When Jenny Slate first appeared on Girls in season one, as Hannah's (Lena Dunham) friend-slash-nemesis, Tally, in the penultimate episode, she was still widely known as the actress who said "f**king" on an episode of Saturday Night Live.
In the years since, Slate has expanded beyond her one season on the live sketch comedy series, becoming a MVP guest star on shows like Bob's Burgers, House of Lies, and most notably, Parks and Recreation. On the NBC series led by Amy Poehler, Slate was an instant hit as a spoiled townie, Mona-Lisa Saperstein, who was as obnoxious as she was funny.
Then, in 2014, Slate starred in Obvious Child, a Sundance hit about a woman who decides to have an abortion after learning she's pregnant from a one-night stand. It was both funny and sentimental, with Slate earning praise for her performance. It also showcased a new side of the actress, who largely got laughs for her louder performances.
"I wouldn't be able to do my job if I felt that I was being overly repetitive," Slate tells ET. "We all have a skill set that we use, and that means occasionally we function on one energy level. When I made Obvious Child that was when I noticed for myself that not only could I play a more real expression, but I was fulfilled by it."
By the time Slate returned to Girls in season five to reprise her role, again in the penultimate episode, she brought something deeper to Tally, who was drowning in her own self-doubt as a successful writer. "This time around, she's really taken some hits and she's taken the specific hits that many of us take in our 20s, which are shame and disappointment that somehow we haven't become a fully-formed and fully-functional person with all of the awards for doing that," Slate says.
Not only is Tally grappling with the ideas of success and failure, she's also dealing with imposter syndrome. Between Googling herself and lamenting to Hannah over a joint, she says: "I'm not just wondering that there's something wrong with me. I think that there is. I'm just wondering if I'm the only one."
"It's really exciting to return, because even though you're not really meant to love Tally, you are allowed to love her in a complicated way," Slate says. "It's an exciting thing to do, to show someone's growth, because to me, those moments where you're realizing that it didn't turn out the way you thought it would are also the moments where you decide how it could start to be better. And it's those moments where you have to make specific choices and also be humble that make us into better people."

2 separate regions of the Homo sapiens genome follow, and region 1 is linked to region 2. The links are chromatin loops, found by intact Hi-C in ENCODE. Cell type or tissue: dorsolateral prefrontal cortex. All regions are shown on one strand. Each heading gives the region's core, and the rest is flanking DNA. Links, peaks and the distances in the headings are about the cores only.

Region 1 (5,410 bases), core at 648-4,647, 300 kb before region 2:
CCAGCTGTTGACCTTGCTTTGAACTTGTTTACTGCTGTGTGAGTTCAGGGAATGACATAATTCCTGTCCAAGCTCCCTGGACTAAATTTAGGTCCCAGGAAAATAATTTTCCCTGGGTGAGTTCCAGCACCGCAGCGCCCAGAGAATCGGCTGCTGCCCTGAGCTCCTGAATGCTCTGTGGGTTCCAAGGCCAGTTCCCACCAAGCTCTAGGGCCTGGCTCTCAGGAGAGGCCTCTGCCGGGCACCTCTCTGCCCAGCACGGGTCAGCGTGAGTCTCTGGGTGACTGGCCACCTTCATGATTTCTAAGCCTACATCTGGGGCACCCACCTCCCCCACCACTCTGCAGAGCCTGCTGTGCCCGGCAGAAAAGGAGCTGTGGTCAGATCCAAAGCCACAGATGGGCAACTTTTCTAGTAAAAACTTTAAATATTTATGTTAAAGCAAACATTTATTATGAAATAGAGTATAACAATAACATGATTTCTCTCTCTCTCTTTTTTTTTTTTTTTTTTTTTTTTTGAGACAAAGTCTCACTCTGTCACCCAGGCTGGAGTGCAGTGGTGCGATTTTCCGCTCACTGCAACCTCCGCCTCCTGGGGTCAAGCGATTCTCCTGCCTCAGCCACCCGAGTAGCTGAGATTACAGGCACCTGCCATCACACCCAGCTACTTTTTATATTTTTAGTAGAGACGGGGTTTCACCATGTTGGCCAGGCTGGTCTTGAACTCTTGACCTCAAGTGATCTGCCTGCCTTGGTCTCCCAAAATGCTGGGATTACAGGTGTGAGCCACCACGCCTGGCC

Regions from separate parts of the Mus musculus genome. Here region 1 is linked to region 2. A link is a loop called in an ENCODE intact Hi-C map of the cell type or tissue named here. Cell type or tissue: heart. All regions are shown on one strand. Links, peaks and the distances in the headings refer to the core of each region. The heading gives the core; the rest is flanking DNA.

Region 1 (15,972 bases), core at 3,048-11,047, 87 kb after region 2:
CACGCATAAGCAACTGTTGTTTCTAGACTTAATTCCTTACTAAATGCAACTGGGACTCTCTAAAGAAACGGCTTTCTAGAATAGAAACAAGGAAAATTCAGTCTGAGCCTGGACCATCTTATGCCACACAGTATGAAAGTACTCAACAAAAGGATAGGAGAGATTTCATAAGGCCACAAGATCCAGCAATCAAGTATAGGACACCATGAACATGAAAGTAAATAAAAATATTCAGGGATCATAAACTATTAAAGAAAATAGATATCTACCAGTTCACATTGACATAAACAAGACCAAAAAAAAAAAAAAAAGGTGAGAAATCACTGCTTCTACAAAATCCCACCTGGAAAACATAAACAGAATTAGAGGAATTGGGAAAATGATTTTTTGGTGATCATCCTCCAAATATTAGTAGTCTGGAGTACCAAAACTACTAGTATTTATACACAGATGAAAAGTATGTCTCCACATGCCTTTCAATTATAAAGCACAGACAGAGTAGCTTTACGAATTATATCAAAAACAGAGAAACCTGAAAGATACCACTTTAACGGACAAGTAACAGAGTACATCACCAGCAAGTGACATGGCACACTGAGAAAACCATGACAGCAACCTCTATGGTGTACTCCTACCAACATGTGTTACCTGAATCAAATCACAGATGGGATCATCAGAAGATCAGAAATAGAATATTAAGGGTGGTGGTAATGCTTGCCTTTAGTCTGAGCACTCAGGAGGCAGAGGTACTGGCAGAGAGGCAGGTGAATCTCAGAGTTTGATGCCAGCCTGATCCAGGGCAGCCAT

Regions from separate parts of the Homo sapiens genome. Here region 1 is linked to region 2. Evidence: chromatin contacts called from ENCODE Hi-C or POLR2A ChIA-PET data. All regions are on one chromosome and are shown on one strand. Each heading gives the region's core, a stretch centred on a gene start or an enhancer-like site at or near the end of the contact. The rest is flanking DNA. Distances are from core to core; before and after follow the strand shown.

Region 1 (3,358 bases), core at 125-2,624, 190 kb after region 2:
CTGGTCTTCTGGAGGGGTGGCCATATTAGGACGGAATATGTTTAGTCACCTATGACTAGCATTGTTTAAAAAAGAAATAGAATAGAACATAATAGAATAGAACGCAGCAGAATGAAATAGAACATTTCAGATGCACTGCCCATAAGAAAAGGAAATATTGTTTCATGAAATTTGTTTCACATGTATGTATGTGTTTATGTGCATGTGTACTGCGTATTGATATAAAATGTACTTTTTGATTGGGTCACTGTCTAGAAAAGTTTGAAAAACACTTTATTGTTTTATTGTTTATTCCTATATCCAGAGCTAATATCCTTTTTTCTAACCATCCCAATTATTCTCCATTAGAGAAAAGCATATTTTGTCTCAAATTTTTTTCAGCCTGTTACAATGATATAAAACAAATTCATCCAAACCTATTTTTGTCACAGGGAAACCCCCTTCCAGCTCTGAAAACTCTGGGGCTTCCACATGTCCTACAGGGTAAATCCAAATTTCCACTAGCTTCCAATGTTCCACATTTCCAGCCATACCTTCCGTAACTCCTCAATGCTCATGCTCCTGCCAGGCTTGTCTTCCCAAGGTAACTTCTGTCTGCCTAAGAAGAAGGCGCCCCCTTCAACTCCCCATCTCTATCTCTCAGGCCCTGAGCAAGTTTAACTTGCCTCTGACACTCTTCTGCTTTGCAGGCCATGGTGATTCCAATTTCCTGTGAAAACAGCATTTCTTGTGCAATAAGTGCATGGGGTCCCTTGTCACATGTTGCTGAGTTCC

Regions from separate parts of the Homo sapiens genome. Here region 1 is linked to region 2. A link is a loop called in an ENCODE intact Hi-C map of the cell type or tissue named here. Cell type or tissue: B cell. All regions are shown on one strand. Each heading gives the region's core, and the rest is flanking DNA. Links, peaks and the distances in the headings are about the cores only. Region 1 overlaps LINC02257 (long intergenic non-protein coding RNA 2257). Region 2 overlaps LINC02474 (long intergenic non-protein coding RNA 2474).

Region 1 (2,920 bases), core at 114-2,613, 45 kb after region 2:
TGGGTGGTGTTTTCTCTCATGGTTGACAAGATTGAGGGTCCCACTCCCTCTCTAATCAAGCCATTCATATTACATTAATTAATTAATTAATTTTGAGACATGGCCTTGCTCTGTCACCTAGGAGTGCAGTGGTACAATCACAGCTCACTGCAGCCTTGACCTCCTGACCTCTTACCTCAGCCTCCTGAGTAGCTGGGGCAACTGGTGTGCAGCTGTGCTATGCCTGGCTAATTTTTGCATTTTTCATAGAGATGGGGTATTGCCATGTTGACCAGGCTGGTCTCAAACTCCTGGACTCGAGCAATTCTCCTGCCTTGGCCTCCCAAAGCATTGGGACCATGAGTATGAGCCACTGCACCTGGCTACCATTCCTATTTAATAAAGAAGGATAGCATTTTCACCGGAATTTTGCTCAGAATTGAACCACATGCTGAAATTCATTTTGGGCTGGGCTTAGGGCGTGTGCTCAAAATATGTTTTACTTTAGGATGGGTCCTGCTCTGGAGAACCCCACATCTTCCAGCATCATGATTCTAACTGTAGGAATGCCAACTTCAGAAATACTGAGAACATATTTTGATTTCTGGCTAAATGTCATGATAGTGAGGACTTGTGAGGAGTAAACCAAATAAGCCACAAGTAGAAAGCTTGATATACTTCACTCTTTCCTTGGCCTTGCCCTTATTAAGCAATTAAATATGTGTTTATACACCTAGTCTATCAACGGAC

Admittedly, Slate has learned some of Tally's lessons firsthand, such as the dangers of Google and Twitter. After joining the latter in 2009, she immediately realized she didn't like it. "The compliments don't feel good because they don't actually feel very specific about who I actually am," she says. "And the insults feel really specific about who I am. You can't win."
Unlike Tally, Slate can disengage from all of that, which she says is important "to keep my real identity alive within myself."
"It's tricky. I don't want to have to change who I am or how I express myself because the environment is sometimes dangerous. I think that the moment that we try to change ourselves because we're afraid of how other people might treat us, we also deny ourselves the ability to be treated with kindness, specifically by the people who understand us," Slate says, which is something her character wasn't able to control onscreen.
"It's easy to do, but I don't think it makes her a bad person," Slate says.